MOUNT DESERT — The town can’t pay outside agencies for services they provide to area residents until enough tax money comes in. Tax money can’t come in until the tax bills go out. Tax bills can’t go out until the budget is passed at Town Meeting. And that meeting won’t be held for at least another month. (See story on page 1.)
This year’s proposed municipal budget includes $316,887 for outside organizations and service agencies.
“They get a letter saying they will get it as soon as cash flow allows,” said town Treasurer Kathi Mahar.
“Most years we pay them in the first week in August. But we don’t feel that we have the ability to do that until the budget is passed and we can get those tax bills out. They are usually out by July 1.
“We get about 90 percent of our tax money in the first month the bills are out, and that’s what carries us the rest of the year.”
Mahar said that if Town Meeting is held in mid-August and tax bills go out immediately after that, the town probably could pay the outside agencies during the first week of September.
“I feel bad because I know they are in the same boat as the town,” she said. “But I have to be careful that I have enough money to pay our payroll and our bills.”
The town’s proposed payments to outside organizations this year include $88,000 for Neighborhood House and its programs for youth and adults, $58,000 for village improvement societies, $35,500 for libraries, $27,500 for the Mount Desert Chamber of Commerce and $14,000 for the Island Explorer bus system.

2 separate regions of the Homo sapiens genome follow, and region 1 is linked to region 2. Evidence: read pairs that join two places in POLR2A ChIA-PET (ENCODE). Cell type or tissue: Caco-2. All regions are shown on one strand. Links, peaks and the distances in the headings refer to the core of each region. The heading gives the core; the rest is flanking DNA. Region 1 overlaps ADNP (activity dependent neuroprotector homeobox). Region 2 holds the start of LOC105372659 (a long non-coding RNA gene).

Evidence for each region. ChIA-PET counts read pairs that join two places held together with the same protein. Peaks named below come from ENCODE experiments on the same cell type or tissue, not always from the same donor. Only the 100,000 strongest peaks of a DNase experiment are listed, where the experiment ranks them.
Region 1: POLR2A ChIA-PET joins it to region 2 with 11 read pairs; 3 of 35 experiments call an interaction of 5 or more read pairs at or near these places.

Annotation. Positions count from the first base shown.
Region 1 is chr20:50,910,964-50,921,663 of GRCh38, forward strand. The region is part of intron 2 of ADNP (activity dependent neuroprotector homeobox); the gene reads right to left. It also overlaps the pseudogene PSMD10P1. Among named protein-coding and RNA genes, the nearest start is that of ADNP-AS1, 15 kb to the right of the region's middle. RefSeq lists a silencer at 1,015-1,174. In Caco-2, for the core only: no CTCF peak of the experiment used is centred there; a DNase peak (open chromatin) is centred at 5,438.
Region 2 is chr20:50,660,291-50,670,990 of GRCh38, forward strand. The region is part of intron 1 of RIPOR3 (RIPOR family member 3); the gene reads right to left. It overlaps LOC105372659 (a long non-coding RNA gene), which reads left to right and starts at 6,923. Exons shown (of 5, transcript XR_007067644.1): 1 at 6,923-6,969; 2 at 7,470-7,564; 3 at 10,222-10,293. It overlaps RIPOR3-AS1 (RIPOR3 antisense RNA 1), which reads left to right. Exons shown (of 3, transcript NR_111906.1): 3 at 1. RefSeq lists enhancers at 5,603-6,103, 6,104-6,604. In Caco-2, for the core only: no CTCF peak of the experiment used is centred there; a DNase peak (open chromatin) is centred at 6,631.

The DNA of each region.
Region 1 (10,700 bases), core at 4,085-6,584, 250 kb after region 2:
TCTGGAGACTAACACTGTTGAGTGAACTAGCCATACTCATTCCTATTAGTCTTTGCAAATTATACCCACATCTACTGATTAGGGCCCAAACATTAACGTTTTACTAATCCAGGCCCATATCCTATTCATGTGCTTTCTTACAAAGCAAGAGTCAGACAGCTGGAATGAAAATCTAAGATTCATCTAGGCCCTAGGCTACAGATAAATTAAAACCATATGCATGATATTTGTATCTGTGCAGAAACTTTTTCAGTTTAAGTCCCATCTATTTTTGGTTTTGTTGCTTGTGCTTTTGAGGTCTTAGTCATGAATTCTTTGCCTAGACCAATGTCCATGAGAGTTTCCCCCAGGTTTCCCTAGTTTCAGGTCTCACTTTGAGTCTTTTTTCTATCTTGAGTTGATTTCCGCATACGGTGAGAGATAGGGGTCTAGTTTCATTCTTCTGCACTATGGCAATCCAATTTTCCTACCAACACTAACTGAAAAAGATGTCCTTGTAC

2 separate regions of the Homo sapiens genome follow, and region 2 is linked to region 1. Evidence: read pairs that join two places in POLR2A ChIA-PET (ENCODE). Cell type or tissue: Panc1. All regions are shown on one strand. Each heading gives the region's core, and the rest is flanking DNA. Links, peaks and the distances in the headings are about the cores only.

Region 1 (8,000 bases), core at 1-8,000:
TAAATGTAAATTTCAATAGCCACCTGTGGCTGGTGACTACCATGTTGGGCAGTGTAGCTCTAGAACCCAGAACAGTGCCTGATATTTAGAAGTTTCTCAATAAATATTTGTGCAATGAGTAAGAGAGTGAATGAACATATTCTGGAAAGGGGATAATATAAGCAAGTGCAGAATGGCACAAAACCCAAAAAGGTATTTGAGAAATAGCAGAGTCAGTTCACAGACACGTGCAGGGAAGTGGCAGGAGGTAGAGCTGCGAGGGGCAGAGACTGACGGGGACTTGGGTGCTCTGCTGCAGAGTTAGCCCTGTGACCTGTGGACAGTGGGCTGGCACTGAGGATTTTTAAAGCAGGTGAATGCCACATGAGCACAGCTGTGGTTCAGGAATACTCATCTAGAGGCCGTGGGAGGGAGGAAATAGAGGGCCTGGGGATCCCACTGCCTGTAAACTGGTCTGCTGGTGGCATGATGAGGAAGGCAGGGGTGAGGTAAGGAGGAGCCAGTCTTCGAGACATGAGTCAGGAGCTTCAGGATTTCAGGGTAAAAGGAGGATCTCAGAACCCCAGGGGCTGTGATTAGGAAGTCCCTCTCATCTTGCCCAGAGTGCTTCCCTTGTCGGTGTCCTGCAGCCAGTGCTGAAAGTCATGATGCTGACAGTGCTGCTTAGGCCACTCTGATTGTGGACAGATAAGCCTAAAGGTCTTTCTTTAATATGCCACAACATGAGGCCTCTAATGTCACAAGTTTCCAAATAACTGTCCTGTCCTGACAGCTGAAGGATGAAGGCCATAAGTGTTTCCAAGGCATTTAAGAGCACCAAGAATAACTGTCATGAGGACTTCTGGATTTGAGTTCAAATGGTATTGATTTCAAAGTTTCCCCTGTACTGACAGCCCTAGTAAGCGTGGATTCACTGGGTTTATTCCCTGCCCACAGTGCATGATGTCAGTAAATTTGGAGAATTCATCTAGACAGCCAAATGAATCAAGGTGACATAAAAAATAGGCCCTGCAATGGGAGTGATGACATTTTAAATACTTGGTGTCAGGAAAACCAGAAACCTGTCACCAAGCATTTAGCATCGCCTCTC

The Island Explorer isn’t running this year, so it isn’t clear how much, if any, funding the bus system will get from Mount Desert and other area towns.
“We’re not sure what to expect, understanding that their budgets are, like ours, in precarious positions,” said Paul Murphy, executive director of Downeast Transportation, which operates the Island Explorer.
“Even though Island Explorer is not likely to operate this season, it will incur somewhere around $1 million in expenses.”
Anne-Marie Hart, executive director of Neighborhood House, said Tuesday, “We definitely need the requested $88,000, but a few months’ delay isn’t going to crimp us.
“We were able to get a PPP (Paycheck Protection Program) loan, which helped greatly during that first round. And we had a generous response to our spring appeal mailing.”
Hart said a delay in receiving town funds “is not going to cause me to have to lay off anybody or disturb programing.”
Seventeen social service agencies are slated to receive a total of $85,887 in town funds. Of that, $35,000 is earmarked for the Mount Desert Nursing Association.
Nursing Association Director Heather Lewis said Tuesday that her organization should be fine financially, even if the town’s payment arrives later than usual.
“Through the CARES Act and through CMS (Centers for Medicare & Medicaid Services) we’ve been afforded some help with up-front money, and they are paying our ‘request for anticipated payments’ without a 14-day hold on them,” she said. “So, we’re getting reimbursed in a speedy manner for the patients we’ve been seeing.
“I think we’ll be fine if we don’t get the town money right away.”
Mahar said that, in addition to the delay in tax money coming into the town, “We’ve taken a hit with excise taxes. The state keeps deferring when you have to get your automobile registered, so we’re down $100,000 for that.”